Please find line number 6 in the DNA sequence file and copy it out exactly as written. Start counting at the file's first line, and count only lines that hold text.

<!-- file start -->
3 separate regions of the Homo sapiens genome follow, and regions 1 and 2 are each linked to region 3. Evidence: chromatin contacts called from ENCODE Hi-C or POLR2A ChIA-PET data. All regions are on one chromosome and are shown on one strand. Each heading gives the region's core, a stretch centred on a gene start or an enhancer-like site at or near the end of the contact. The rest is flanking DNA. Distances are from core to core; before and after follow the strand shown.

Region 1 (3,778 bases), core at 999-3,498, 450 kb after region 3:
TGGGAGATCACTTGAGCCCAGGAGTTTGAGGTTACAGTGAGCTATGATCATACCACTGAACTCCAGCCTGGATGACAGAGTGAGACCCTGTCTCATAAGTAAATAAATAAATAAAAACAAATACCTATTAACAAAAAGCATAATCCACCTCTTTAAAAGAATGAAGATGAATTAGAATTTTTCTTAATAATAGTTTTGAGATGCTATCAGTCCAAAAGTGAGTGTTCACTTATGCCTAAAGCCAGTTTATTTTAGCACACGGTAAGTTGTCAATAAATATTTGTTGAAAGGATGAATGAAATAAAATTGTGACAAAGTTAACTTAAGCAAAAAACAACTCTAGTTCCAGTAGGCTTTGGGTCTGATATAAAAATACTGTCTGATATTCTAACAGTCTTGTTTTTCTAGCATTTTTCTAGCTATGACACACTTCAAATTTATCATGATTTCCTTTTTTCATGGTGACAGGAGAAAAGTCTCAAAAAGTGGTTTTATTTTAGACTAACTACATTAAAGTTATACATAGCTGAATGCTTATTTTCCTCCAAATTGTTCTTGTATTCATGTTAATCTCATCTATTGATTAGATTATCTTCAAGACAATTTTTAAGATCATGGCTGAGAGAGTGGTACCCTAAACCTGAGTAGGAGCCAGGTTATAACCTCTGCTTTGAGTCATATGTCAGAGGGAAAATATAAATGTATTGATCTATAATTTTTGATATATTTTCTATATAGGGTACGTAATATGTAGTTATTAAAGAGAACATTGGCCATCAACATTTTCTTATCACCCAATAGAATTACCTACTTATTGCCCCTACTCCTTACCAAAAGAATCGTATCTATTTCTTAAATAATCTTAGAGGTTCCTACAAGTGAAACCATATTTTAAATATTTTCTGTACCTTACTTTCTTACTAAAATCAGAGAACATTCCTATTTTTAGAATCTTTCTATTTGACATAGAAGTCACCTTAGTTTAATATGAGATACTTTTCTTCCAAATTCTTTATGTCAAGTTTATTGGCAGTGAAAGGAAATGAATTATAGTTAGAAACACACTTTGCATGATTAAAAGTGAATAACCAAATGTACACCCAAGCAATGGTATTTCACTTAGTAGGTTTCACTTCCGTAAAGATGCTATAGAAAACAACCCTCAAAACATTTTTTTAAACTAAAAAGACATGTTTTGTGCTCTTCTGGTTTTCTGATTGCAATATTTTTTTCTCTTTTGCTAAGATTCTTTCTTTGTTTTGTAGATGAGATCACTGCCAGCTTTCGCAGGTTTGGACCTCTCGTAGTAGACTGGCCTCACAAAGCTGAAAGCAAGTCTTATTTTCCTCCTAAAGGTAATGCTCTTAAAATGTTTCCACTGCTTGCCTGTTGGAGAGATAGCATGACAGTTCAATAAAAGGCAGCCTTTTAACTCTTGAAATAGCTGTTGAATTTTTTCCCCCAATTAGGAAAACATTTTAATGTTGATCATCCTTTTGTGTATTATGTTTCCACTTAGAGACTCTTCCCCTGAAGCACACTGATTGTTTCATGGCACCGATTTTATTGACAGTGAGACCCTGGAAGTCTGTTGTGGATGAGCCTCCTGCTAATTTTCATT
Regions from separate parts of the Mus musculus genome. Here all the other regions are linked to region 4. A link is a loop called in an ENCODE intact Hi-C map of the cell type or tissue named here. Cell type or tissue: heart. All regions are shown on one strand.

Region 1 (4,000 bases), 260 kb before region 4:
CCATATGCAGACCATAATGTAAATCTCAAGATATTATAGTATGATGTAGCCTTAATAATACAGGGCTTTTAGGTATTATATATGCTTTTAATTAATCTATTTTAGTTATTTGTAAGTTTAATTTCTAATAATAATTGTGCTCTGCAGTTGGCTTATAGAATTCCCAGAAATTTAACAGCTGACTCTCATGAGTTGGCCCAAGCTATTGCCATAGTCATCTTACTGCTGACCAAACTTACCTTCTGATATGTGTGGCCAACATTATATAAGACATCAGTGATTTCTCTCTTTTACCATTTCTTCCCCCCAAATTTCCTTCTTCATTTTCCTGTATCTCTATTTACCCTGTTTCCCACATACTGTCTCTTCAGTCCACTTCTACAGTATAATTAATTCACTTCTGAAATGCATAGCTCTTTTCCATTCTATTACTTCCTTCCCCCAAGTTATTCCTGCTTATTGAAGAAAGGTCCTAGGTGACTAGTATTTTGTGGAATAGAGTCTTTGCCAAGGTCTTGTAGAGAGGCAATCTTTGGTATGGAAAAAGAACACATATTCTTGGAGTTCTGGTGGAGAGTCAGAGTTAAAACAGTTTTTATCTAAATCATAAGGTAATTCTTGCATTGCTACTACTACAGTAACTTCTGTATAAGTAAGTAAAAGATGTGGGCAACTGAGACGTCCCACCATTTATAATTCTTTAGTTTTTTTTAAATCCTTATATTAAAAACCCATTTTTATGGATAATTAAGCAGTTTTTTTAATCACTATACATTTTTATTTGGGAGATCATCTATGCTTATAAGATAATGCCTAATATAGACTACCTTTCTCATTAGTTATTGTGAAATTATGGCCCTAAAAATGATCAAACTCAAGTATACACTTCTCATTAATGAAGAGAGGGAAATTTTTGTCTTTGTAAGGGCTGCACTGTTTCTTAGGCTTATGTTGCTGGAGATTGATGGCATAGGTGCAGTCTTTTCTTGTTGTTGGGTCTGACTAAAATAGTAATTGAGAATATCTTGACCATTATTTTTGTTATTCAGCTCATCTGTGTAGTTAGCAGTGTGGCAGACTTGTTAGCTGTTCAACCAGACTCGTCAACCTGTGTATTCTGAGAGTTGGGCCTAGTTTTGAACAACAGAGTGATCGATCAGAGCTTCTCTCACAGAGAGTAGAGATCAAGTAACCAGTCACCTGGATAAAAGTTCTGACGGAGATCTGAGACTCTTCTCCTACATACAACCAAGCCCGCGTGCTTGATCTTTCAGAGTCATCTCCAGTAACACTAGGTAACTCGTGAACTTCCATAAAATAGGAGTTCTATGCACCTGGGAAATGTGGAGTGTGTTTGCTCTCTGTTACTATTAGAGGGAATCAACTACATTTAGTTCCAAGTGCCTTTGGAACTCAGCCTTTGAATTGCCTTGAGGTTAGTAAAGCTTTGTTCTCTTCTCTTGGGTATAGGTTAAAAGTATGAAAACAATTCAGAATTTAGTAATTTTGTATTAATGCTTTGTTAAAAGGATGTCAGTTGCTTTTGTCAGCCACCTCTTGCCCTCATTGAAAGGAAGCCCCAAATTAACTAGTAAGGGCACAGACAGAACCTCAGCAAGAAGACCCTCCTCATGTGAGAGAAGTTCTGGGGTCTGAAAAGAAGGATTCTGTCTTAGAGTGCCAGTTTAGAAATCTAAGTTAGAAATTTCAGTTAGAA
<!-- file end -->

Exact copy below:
CCATATGCAGACCATAATGTAAATCTCAAGATATTATAGTATGATGTAGCCTTAATAATACAGGGCTTTTAGGTATTATATATGCTTTTAATTAATCTATTTTAGTTATTTGTAAGTTTAATTTCTAATAATAATTGTGCTCTGCAGTTGGCTTATAGAATTCCCAGAAATTTAACAGCTGACTCTCATGAGTTGGCCCAAGCTATTGCCATAGTCATCTTACTGCTGACCAAACTTACCTTCTGATATGTGTGGCCAACATTATATAAGACATCAGTGATTTCTCTCTTTTACCATTTCTTCCCCCCAAATTTCCTTCTTCATTTTCCTGTATCTCTATTTACCCTGTTTCCCACATACTGTCTCTTCAGTCCACTTCTACAGTATAATTAATTCACTTCTGAAATGCATAGCTCTTTTCCATTCTATTACTTCCTTCCCCCAAGTTATTCCTGCTTATTGAAGAAAGGTCCTAGGTGACTAGTATTTTGTGGAATAGAGTCTTTGCCAAGGTCTTGTAGAGAGGCAATCTTTGGTATGGAAAAAGAACACATATTCTTGGAGTTCTGGTGGAGAGTCAGAGTTAAAACAGTTTTTATCTAAATCATAAGGTAATTCTTGCATTGCTACTACTACAGTAACTTCTGTATAAGTAAGTAAAAGATGTGGGCAACTGAGACGTCCCACCATTTATAATTCTTTAGTTTTTTTTAAATCCTTATATTAAAAACCCATTTTTATGGATAATTAAGCAGTTTTTTTAATCACTATACATTTTTATTTGGGAGATCATCTATGCTTATAAGATAATGCCTAATATAGACTACCTTTCTCATTAGTTATTGTGAAATTATGGCCCTAAAAATGATCAAACTCAAGTATACACTTCTCATTAATGAAGAGAGGGAAATTTTTGTCTTTGTAAGGGCTGCACTGTTTCTTAGGCTTATGTTGCTGGAGATTGATGGCATAGGTGCAGTCTTTTCTTGTTGTTGGGTCTGACTAAAATAGTAATTGAGAATATCTTGACCATTATTTTTGTTATTCAGCTCATCTGTGTAGTTAGCAGTGTGGCAGACTTGTTAGCTGTTCAACCAGACTCGTCAACCTGTGTATTCTGAGAGTTGGGCCTAGTTTTGAACAACAGAGTGATCGATCAGAGCTTCTCTCACAGAGAGTAGAGATCAAGTAACCAGTCACCTGGATAAAAGTTCTGACGGAGATCTGAGACTCTTCTCCTACATACAACCAAGCCCGCGTGCTTGATCTTTCAGAGTCATCTCCAGTAACACTAGGTAACTCGTGAACTTCCATAAAATAGGAGTTCTATGCACCTGGGAAATGTGGAGTGTGTTTGCTCTCTGTTACTATTAGAGGGAATCAACTACATTTAGTTCCAAGTGCCTTTGGAACTCAGCCTTTGAATTGCCTTGAGGTTAGTAAAGCTTTGTTCTCTTCTCTTGGGTATAGGTTAAAAGTATGAAAACAATTCAGAATTTAGTAATTTTGTATTAATGCTTTGTTAAAAGGATGTCAGTTGCTTTTGTCAGCCACCTCTTGCCCTCATTGAAAGGAAGCCCCAAATTAACTAGTAAGGGCACAGACAGAACCTCAGCAAGAAGACCCTCCTCATGTGAGAGAAGTTCTGGGGTCTGAAAAGAAGGATTCTGTCTTAGAGTGCCAGTTTAGAAATCTAAGTTAGAAATTTCAGTTAGAA